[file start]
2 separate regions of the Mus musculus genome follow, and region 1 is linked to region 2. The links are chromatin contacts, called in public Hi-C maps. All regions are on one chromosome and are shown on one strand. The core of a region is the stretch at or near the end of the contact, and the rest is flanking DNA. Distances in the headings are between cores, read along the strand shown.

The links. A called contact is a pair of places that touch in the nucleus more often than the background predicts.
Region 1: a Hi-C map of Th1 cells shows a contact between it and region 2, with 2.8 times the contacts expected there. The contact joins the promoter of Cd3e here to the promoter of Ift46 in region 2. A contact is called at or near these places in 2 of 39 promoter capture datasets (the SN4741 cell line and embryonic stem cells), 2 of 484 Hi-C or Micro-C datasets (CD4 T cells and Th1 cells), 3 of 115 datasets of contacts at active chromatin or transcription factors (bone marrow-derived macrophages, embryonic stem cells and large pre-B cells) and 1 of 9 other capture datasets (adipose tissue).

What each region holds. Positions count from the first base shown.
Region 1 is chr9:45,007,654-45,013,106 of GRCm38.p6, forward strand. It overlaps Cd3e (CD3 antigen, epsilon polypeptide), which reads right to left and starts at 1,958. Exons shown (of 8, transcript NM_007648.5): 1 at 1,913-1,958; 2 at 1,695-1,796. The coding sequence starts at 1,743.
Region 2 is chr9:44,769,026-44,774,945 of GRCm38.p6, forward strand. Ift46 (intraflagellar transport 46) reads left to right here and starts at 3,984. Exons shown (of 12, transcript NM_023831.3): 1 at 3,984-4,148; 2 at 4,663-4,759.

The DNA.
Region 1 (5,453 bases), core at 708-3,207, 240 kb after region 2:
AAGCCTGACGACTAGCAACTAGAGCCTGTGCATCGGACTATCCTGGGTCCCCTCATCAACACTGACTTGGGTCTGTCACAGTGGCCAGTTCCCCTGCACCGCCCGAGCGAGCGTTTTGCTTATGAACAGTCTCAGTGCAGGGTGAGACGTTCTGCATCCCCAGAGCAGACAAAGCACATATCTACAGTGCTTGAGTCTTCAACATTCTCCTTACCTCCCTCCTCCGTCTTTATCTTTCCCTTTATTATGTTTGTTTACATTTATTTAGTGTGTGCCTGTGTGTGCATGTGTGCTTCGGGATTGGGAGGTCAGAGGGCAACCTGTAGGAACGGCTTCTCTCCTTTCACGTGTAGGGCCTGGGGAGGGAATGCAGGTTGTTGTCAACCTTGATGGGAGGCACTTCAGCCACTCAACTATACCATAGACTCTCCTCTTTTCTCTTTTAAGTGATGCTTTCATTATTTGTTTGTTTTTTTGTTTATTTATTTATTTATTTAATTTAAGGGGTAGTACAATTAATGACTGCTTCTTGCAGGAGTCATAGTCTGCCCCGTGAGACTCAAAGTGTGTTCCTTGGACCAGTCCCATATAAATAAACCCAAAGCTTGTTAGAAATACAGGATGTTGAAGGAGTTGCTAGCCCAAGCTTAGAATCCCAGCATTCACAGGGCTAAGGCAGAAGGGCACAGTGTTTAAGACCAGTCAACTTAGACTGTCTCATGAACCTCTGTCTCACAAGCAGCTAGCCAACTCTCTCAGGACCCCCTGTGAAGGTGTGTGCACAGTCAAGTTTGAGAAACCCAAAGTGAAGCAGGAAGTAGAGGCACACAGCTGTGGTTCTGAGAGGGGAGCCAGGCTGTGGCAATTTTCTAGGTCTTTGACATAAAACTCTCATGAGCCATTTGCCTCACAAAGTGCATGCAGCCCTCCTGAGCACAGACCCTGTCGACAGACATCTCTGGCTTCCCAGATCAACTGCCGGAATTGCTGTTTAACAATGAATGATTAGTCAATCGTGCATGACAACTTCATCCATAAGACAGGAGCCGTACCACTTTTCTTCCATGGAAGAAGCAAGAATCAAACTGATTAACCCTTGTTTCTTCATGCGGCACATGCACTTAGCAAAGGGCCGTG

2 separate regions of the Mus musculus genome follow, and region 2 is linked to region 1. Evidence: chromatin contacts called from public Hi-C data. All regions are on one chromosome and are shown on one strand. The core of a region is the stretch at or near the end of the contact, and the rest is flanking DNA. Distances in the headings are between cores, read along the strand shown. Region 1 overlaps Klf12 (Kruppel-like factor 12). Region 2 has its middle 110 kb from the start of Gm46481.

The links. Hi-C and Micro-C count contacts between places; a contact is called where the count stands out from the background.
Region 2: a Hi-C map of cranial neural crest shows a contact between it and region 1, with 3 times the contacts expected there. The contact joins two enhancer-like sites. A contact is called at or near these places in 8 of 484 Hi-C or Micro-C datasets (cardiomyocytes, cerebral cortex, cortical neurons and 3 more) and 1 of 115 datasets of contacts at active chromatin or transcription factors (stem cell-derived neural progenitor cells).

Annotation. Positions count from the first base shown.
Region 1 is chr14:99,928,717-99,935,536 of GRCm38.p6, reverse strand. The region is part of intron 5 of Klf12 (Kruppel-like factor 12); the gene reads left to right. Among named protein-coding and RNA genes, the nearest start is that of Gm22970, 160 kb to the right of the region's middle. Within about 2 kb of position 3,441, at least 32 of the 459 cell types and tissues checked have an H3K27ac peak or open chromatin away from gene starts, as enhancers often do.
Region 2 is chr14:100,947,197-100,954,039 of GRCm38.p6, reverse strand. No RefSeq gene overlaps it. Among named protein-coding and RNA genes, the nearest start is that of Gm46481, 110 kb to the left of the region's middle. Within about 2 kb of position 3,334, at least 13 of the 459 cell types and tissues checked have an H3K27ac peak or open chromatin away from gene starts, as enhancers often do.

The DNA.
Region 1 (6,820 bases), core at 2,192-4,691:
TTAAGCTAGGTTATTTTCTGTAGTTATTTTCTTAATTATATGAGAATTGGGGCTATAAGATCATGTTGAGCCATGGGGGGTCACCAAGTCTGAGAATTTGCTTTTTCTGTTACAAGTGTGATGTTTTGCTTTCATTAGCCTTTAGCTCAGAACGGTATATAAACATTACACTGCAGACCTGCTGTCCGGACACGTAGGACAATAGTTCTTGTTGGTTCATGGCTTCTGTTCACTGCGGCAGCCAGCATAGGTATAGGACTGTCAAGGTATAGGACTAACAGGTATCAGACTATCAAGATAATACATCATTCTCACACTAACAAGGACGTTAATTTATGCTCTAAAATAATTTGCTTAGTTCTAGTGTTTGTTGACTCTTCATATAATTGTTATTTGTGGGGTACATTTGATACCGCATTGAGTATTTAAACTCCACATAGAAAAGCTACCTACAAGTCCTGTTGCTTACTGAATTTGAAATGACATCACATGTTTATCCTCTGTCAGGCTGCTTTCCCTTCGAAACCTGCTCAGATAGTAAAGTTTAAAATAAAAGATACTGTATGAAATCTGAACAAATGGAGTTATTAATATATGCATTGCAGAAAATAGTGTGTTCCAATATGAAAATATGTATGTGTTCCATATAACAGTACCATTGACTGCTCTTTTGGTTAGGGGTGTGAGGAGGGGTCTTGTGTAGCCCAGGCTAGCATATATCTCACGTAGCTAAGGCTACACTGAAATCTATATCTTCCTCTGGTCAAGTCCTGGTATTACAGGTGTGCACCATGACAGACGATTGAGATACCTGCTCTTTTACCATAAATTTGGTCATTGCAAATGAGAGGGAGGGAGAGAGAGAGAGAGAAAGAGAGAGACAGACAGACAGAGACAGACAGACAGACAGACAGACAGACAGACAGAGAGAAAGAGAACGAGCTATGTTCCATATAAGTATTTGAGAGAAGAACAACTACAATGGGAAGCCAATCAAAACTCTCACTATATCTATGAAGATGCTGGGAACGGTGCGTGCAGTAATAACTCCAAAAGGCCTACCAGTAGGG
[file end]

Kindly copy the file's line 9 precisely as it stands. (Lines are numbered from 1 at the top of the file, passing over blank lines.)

AAGCCTGACGACTAGCAACTAGAGCCTGTGCATCGGACTATCCTGGGTCCCCTCATCAACACTGACTTGGGTCTGTCACAGTGGCCAGTTCCCCTGCACCGCCCGAGCGAGCGTTTTGCTTATGAACAGTCTCAGTGCAGGGTGAGACGTTCTGCATCCCCAGAGCAGACAAAGCACATATCTACAGTGCTTGAGTCTTCAACATTCTCCTTACCTCCCTCCTCCGTCTTTATCTTTCCCTTTATTATGTTTGTTTACATTTATTTAGTGTGTGCCTGTGTGTGCATGTGTGCTTCGGGATTGGGAGGTCAGAGGGCAACCTGTAGGAACGGCTTCTCTCCTTTCACGTGTAGGGCCTGGGGAGGGAATGCAGGTTGTTGTCAACCTTGATGGGAGGCACTTCAGCCACTCAACTATACCATAGACTCTCCTCTTTTCTCTTTTAAGTGATGCTTTCATTATTTGTTTGTTTTTTTGTTTATTTATTTATTTATTTAATTTAAGGGGTAGTACAATTAATGACTGCTTCTTGCAGGAGTCATAGTCTGCCCCGTGAGACTCAAAGTGTGTTCCTTGGACCAGTCCCATATAAATAAACCCAAAGCTTGTTAGAAATACAGGATGTTGAAGGAGTTGCTAGCCCAAGCTTAGAATCCCAGCATTCACAGGGCTAAGGCAGAAGGGCACAGTGTTTAAGACCAGTCAACTTAGACTGTCTCATGAACCTCTGTCTCACAAGCAGCTAGCCAACTCTCTCAGGACCCCCTGTGAAGGTGTGTGCACAGTCAAGTTTGAGAAACCCAAAGTGAAGCAGGAAGTAGAGGCACACAGCTGTGGTTCTGAGAGGGGAGCCAGGCTGTGGCAATTTTCTAGGTCTTTGACATAAAACTCTCATGAGCCATTTGCCTCACAAAGTGCATGCAGCCCTCCTGAGCACAGACCCTGTCGACAGACATCTCTGGCTTCCCAGATCAACTGCCGGAATTGCTGTTTAACAATGAATGATTAGTCAATCGTGCATGACAACTTCATCCATAAGACAGGAGCCGTACCACTTTTCTTCCATGGAAGAAGCAAGAATCAAACTGATTAACCCTTGTTTCTTCATGCGGCACATGCACTTAGCAAAGGGCCGTG